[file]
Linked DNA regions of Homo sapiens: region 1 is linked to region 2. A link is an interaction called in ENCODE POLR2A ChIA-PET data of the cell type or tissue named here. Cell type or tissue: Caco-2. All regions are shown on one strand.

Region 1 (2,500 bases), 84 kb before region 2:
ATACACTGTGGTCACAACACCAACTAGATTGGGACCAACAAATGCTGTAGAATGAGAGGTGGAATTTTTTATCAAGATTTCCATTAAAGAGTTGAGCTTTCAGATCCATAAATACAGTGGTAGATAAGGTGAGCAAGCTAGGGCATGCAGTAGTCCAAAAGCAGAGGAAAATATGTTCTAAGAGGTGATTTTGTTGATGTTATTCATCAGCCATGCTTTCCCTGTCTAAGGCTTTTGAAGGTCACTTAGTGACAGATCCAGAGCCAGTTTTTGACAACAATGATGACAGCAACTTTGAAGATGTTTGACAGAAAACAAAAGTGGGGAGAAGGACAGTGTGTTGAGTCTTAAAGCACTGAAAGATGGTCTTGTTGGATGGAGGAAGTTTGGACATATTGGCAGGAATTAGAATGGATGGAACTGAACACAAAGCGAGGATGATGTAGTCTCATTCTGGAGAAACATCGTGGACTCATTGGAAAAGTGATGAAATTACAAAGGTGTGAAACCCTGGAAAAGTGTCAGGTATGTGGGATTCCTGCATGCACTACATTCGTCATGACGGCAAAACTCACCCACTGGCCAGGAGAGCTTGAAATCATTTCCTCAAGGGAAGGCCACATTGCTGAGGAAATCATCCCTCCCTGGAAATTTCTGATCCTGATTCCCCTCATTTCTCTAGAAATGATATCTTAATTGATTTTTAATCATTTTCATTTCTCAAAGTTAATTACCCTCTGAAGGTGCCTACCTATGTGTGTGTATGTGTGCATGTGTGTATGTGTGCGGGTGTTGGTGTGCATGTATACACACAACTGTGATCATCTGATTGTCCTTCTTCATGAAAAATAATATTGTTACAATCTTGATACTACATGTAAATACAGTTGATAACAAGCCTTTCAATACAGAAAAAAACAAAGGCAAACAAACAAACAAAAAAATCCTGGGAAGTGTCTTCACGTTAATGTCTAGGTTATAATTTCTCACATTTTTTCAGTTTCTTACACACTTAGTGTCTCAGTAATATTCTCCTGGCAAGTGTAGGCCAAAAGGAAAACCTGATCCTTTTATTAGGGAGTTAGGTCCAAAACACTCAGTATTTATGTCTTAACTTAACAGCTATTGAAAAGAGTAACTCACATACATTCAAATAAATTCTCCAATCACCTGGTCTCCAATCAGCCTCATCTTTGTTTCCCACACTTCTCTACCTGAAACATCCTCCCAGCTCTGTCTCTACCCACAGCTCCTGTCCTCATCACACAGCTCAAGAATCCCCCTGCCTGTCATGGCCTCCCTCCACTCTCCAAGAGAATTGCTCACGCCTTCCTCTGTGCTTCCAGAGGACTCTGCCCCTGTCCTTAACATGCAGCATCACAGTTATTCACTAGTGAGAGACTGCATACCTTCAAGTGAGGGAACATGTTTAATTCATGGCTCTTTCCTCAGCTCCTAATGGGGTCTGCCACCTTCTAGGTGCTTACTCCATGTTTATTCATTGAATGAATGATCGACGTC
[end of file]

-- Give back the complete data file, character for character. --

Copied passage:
Linked DNA regions of Homo sapiens: region 1 is linked to region 2. A link is an interaction called in ENCODE POLR2A ChIA-PET data of the cell type or tissue named here. Cell type or tissue: Caco-2. All regions are shown on one strand.

Region 1 (2,500 bases), 84 kb before region 2:
ATACACTGTGGTCACAACACCAACTAGATTGGGACCAACAAATGCTGTAGAATGAGAGGTGGAATTTTTTATCAAGATTTCCATTAAAGAGTTGAGCTTTCAGATCCATAAATACAGTGGTAGATAAGGTGAGCAAGCTAGGGCATGCAGTAGTCCAAAAGCAGAGGAAAATATGTTCTAAGAGGTGATTTTGTTGATGTTATTCATCAGCCATGCTTTCCCTGTCTAAGGCTTTTGAAGGTCACTTAGTGACAGATCCAGAGCCAGTTTTTGACAACAATGATGACAGCAACTTTGAAGATGTTTGACAGAAAACAAAAGTGGGGAGAAGGACAGTGTGTTGAGTCTTAAAGCACTGAAAGATGGTCTTGTTGGATGGAGGAAGTTTGGACATATTGGCAGGAATTAGAATGGATGGAACTGAACACAAAGCGAGGATGATGTAGTCTCATTCTGGAGAAACATCGTGGACTCATTGGAAAAGTGATGAAATTACAAAGGTGTGAAACCCTGGAAAAGTGTCAGGTATGTGGGATTCCTGCATGCACTACATTCGTCATGACGGCAAAACTCACCCACTGGCCAGGAGAGCTTGAAATCATTTCCTCAAGGGAAGGCCACATTGCTGAGGAAATCATCCCTCCCTGGAAATTTCTGATCCTGATTCCCCTCATTTCTCTAGAAATGATATCTTAATTGATTTTTAATCATTTTCATTTCTCAAAGTTAATTACCCTCTGAAGGTGCCTACCTATGTGTGTGTATGTGTGCATGTGTGTATGTGTGCGGGTGTTGGTGTGCATGTATACACACAACTGTGATCATCTGATTGTCCTTCTTCATGAAAAATAATATTGTTACAATCTTGATACTACATGTAAATACAGTTGATAACAAGCCTTTCAATACAGAAAAAAACAAAGGCAAACAAACAAACAAAAAAATCCTGGGAAGTGTCTTCACGTTAATGTCTAGGTTATAATTTCTCACATTTTTTCAGTTTCTTACACACTTAGTGTCTCAGTAATATTCTCCTGGCAAGTGTAGGCCAAAAGGAAAACCTGATCCTTTTATTAGGGAGTTAGGTCCAAAACACTCAGTATTTATGTCTTAACTTAACAGCTATTGAAAAGAGTAACTCACATACATTCAAATAAATTCTCCAATCACCTGGTCTCCAATCAGCCTCATCTTTGTTTCCCACACTTCTCTACCTGAAACATCCTCCCAGCTCTGTCTCTACCCACAGCTCCTGTCCTCATCACACAGCTCAAGAATCCCCCTGCCTGTCATGGCCTCCCTCCACTCTCCAAGAGAATTGCTCACGCCTTCCTCTGTGCTTCCAGAGGACTCTGCCCCTGTCCTTAACATGCAGCATCACAGTTATTCACTAGTGAGAGACTGCATACCTTCAAGTGAGGGAACATGTTTAATTCATGGCTCTTTCCTCAGCTCCTAATGGGGTCTGCCACCTTCTAGGTGCTTACTCCATGTTTATTCATTGAATGAATGATCGACGTC